When it comes to dispelling the lingering myths surrounding cyber insurance a clear understanding of what it brings to the table is required, according to Hamir Patel (pictured), head of cyber at Pen Underwriting.
Patel, who is featured in the Insurance Business UK 2021 Cyber Report, noted that comments made by senior cyber security figures demanding that cyber ransom payments be outlawed overlook the fact cyber insurance is a complex and multi-faceted product that goes far beyond just paying ransoms. For example, a typical cyber policy offers expert services around event management that a member of the public could not easily have access to, from PR consultants to forensic experts, to the setting up of call centres and credit monitoring for customer protection. It is never a case of the first option being to pay the ransom, but it often can be the best solution for the customer.
Another key element is cyber insurance’s role in mitigating threats. Insurance providers rose to the challenge of the pandemic by issuing specialist guidance and advice on how businesses could protect themselves after the sudden shift to remote working significantly increased the surface area available for cyberattacks.
“And interestingly,” said Patel, “what we saw over the last six months, is a reduction in the number of ransomware claims, and it’s this awareness from the customer and them taking action to prevent attacks that has really driven that. What we’ve seen at Pen is a 38% reduction in ransomware attacks over the last six months, compared to the six months before that.”
Pen Underwriting’s team works quite extensively with the smaller end of the market, he said, and by communicating with brokers and the end clients, they have managed to increase awareness of the many simple, inexpensive and accessible options out there that can protect businesses. Now, Pen is looking to work even more closely with brokers to communicate why certain questions are asked in the underwriting process and how addressing these areas will allow customers to get coverage at an affordable rate.
“Unfortunately,” he said, “because cyber criminals are incredibly sophisticated, what we are seeing now is changing tactics. So alongside that reduction in the number of ransomware attacks, we’ve seen the size of businesses that are suffering attacks now increasing significantly. We’ve looked at the revenue size of firms with claims over the last six months compared to the six months previously and that has increased by 80%. So, the criminals are moving away from the low hanging fruit that used to exist because they were easy, to now attacking customers with greater assets that they can leverage against.”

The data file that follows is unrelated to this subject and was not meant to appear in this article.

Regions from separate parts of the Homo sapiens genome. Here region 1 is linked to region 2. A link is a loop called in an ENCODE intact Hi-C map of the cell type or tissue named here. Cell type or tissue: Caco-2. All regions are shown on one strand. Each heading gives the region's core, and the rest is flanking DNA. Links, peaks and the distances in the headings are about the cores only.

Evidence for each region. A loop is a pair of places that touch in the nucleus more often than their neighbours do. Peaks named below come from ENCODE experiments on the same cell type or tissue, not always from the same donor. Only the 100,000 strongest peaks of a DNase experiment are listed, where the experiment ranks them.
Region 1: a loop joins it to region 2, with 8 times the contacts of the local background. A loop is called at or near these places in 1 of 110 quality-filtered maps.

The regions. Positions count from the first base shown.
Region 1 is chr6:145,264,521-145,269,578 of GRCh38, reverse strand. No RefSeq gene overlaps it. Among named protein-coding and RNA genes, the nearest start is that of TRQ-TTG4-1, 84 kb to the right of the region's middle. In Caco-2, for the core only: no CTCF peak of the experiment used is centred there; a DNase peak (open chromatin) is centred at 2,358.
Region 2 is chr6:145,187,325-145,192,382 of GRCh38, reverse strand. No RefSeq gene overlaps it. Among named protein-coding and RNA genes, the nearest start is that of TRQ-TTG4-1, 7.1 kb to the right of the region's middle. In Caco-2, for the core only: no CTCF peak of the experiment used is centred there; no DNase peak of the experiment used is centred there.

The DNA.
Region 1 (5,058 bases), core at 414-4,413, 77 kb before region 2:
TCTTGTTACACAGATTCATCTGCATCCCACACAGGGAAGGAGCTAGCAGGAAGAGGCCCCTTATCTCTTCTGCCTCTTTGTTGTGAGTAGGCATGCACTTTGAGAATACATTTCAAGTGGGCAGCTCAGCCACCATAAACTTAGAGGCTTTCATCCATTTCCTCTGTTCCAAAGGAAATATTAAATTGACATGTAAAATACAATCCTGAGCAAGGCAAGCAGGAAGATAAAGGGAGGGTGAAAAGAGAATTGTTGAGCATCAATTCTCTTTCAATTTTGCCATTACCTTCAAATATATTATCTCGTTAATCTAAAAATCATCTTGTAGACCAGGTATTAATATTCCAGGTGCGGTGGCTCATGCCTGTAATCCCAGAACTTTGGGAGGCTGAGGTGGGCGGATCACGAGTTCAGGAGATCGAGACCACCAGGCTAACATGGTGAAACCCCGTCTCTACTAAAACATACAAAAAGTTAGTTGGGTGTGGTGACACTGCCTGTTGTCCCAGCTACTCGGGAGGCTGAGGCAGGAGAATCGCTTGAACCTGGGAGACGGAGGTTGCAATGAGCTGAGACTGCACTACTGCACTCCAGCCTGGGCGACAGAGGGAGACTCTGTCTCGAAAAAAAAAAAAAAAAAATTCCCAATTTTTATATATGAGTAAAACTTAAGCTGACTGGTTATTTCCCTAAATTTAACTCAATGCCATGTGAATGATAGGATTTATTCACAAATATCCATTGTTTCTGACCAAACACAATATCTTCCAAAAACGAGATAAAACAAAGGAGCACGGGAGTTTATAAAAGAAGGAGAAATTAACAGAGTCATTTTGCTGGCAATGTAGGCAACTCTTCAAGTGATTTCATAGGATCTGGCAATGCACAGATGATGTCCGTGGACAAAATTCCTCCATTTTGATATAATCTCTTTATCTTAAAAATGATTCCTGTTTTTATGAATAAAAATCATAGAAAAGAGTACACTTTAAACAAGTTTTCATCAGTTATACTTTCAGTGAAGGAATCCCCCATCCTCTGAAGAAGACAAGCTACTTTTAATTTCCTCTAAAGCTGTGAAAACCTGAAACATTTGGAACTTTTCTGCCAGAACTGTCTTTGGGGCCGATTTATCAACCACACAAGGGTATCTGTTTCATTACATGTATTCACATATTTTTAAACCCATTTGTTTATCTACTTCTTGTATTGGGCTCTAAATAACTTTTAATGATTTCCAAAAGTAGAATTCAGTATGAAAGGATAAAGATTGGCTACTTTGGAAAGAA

Patel highlighted another recent strategic shift in the ransomware environment - the rise of data exfiltration and double extortion ransomware attacks, where the hackers sell the stolen data even after a ransom has been paid. Cyber is an ever-evolving industry, he said, so the focus now is on keeping abreast of the strategies adopted by different groups and establishing which are ‘trustworthy’. This shift is influencing the recommendations from insurance companies regarding whether or not to pay a ransom and, in the second half of 2020, Pen saw an 18% increase in ransomware claims where the recommendation was not to pay.
“This comes back to the fact that firms have become more resilient,” he said. “There’s been a lot of talk about what firms can do to back up their data and, as they have got better at this, the recommendations have shifted from ‘let’s pay this to get you back on track now’ to ‘hang on, you’ve got your back-up here and we can get you back on track tomorrow’.”
Read more: What is actually fuelling cybercrime?
Any blanket ban on ransom payments could lead, in a worst-case scenario, to businesses going under due to the time required to restore their functions, Patel explained. But even when this is not the case, banning ransomware payments could lead to increasing claims costs, which in turn will push up premiums. Cyber insurance is still – incorrectly – seen as a luxury good rather than a necessity and increases in pricing would likely mean even more businesses opt out of coverage, warned Patel. And then who is protecting the end customer in the event of any data loss?
To hear more cyber insights from Hamir Patel and other cyber insurance experts, read Insurance Business UK’s 2021 Cyber Report now.